Exploring Parent-Adolescent Communication About Gender: Results from Adolescent and Emerging Adult Samples
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Although parents are assumed to be children’s primary models of socialization when it comes to gender, little is known about direct communication of gendered values in the family. Accordingly, this study assessed the amount and content of recalled parental gender socialization messages using data from 291 U.S. college undergraduates attending a large Midwestern university and 259 U.S. adolescents enrolled in public high schools in the Midwest. The study examined the amount and content of parental communications of five gendered discourses and then tested for connections to current gender beliefs. Findings indicate that gender socialization may be quite similar for sons and daughters, with some evidence of gender typing in patterns of communication. No significant age differences emerged in the patterns of socialization, although high school students reported receiving greater amounts of communication than college students on two of the five discourses. In general, receiving messages promoting traditional gender roles was associated with more traditional gender beliefs (and vice versa), although interpretation of some messages appeared to vary by gender.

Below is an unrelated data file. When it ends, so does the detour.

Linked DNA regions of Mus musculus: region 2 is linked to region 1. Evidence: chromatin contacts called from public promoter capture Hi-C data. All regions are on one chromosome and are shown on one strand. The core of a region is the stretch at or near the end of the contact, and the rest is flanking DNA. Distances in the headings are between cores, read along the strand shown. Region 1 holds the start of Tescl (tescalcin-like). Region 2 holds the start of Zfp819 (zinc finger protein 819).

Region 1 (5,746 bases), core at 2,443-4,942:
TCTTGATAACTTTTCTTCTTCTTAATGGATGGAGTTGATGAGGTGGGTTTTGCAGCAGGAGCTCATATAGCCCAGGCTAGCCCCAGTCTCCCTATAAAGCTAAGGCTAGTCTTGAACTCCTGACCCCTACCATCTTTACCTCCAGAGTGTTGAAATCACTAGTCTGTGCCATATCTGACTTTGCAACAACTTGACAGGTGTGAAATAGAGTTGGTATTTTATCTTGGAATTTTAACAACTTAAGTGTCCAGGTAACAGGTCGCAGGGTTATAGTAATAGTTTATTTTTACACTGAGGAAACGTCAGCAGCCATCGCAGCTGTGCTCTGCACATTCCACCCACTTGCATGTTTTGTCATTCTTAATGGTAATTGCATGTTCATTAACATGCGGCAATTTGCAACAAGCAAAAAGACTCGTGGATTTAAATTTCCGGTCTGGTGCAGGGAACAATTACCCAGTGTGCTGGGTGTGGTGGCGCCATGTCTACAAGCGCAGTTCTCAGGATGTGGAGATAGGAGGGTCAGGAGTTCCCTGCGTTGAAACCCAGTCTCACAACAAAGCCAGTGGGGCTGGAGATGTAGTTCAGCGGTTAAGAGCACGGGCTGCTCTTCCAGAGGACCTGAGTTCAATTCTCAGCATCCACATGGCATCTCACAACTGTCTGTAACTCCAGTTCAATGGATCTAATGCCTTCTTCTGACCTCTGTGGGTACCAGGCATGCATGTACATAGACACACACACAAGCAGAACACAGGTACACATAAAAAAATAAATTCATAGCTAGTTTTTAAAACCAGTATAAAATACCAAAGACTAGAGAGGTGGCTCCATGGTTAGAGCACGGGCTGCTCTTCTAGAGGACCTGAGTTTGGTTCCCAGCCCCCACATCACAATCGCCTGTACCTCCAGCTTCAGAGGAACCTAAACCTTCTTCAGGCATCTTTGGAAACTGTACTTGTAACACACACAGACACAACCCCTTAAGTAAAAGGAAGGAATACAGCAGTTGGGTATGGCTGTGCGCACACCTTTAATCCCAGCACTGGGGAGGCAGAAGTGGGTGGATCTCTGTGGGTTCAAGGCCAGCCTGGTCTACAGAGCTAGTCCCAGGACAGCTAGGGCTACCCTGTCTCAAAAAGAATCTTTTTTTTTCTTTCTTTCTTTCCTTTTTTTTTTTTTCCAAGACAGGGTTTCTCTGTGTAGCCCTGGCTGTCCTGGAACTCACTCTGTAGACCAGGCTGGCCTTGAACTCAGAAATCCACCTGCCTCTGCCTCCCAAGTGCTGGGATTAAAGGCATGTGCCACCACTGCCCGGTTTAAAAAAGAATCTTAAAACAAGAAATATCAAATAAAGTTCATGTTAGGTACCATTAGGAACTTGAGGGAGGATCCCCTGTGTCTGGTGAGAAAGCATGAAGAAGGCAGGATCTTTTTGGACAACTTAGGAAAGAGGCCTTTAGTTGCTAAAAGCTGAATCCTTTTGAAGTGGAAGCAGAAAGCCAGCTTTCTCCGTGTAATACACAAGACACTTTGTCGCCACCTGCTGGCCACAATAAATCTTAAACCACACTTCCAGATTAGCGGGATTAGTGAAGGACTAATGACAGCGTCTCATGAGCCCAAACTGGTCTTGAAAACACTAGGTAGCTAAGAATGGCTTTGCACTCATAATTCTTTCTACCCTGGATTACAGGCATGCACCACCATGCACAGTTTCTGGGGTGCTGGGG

KeywordsGender socialization Parental communication Gender roles Sex roles Adolescence Emerging adulthood Gender beliefs Adolescent development
This investigation was partially supported by the National Institutes of Health under Ruth L. Kirschstein National Research Service Award T32 DA007267.
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